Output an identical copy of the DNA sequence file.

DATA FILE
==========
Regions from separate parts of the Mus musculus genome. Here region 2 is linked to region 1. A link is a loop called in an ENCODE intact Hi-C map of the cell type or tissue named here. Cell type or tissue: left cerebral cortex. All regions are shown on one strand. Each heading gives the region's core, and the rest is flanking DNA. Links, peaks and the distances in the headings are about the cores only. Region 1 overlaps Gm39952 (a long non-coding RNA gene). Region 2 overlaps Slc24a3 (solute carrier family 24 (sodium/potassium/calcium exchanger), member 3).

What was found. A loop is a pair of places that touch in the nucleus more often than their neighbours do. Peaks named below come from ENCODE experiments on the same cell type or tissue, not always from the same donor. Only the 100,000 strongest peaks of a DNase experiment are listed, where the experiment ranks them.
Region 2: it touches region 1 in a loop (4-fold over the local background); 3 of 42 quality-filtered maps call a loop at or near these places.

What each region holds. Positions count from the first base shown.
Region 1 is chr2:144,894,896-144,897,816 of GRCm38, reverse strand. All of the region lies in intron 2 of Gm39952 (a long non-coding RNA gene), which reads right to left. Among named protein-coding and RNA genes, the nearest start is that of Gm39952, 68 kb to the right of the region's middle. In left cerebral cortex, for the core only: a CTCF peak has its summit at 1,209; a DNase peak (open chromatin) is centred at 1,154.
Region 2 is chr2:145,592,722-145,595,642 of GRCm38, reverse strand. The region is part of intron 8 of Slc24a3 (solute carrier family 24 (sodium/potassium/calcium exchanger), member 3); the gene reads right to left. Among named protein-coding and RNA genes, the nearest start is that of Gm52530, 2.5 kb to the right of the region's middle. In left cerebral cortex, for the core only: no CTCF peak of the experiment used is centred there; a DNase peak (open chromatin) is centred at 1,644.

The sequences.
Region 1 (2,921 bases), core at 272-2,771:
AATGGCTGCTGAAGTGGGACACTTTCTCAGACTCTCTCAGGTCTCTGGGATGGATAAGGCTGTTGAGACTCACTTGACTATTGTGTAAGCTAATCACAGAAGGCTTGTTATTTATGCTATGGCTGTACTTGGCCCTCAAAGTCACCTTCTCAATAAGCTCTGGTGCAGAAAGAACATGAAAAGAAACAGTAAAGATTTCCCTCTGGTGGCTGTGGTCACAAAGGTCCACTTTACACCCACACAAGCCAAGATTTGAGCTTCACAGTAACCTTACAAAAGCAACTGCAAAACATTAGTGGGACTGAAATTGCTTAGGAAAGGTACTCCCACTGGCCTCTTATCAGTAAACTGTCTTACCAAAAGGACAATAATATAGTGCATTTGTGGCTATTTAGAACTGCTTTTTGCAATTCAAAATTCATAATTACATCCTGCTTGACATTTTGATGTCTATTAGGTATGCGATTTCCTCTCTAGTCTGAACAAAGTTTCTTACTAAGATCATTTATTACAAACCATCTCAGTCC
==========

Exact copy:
Regions from separate parts of the Mus musculus genome. Here region 2 is linked to region 1. A link is a loop called in an ENCODE intact Hi-C map of the cell type or tissue named here. Cell type or tissue: left cerebral cortex. All regions are shown on one strand. Each heading gives the region's core, and the rest is flanking DNA. Links, peaks and the distances in the headings are about the cores only. Region 1 overlaps Gm39952 (a long non-coding RNA gene). Region 2 overlaps Slc24a3 (solute carrier family 24 (sodium/potassium/calcium exchanger), member 3).

What was found. A loop is a pair of places that touch in the nucleus more often than their neighbours do. Peaks named below come from ENCODE experiments on the same cell type or tissue, not always from the same donor. Only the 100,000 strongest peaks of a DNase experiment are listed, where the experiment ranks them.
Region 2: it touches region 1 in a loop (4-fold over the local background); 3 of 42 quality-filtered maps call a loop at or near these places.

What each region holds. Positions count from the first base shown.
Region 1 is chr2:144,894,896-144,897,816 of GRCm38, reverse strand. All of the region lies in intron 2 of Gm39952 (a long non-coding RNA gene), which reads right to left. Among named protein-coding and RNA genes, the nearest start is that of Gm39952, 68 kb to the right of the region's middle. In left cerebral cortex, for the core only: a CTCF peak has its summit at 1,209; a DNase peak (open chromatin) is centred at 1,154.
Region 2 is chr2:145,592,722-145,595,642 of GRCm38, reverse strand. The region is part of intron 8 of Slc24a3 (solute carrier family 24 (sodium/potassium/calcium exchanger), member 3); the gene reads right to left. Among named protein-coding and RNA genes, the nearest start is that of Gm52530, 2.5 kb to the right of the region's middle. In left cerebral cortex, for the core only: no CTCF peak of the experiment used is centred there; a DNase peak (open chromatin) is centred at 1,644.

The sequences.
Region 1 (2,921 bases), core at 272-2,771:
AATGGCTGCTGAAGTGGGACACTTTCTCAGACTCTCTCAGGTCTCTGGGATGGATAAGGCTGTTGAGACTCACTTGACTATTGTGTAAGCTAATCACAGAAGGCTTGTTATTTATGCTATGGCTGTACTTGGCCCTCAAAGTCACCTTCTCAATAAGCTCTGGTGCAGAAAGAACATGAAAAGAAACAGTAAAGATTTCCCTCTGGTGGCTGTGGTCACAAAGGTCCACTTTACACCCACACAAGCCAAGATTTGAGCTTCACAGTAACCTTACAAAAGCAACTGCAAAACATTAGTGGGACTGAAATTGCTTAGGAAAGGTACTCCCACTGGCCTCTTATCAGTAAACTGTCTTACCAAAAGGACAATAATATAGTGCATTTGTGGCTATTTAGAACTGCTTTTTGCAATTCAAAATTCATAATTACATCCTGCTTGACATTTTGATGTCTATTAGGTATGCGATTTCCTCTCTAGTCTGAACAAAGTTTCTTACTAAGATCATTTATTACAAACCATCTCAGTCC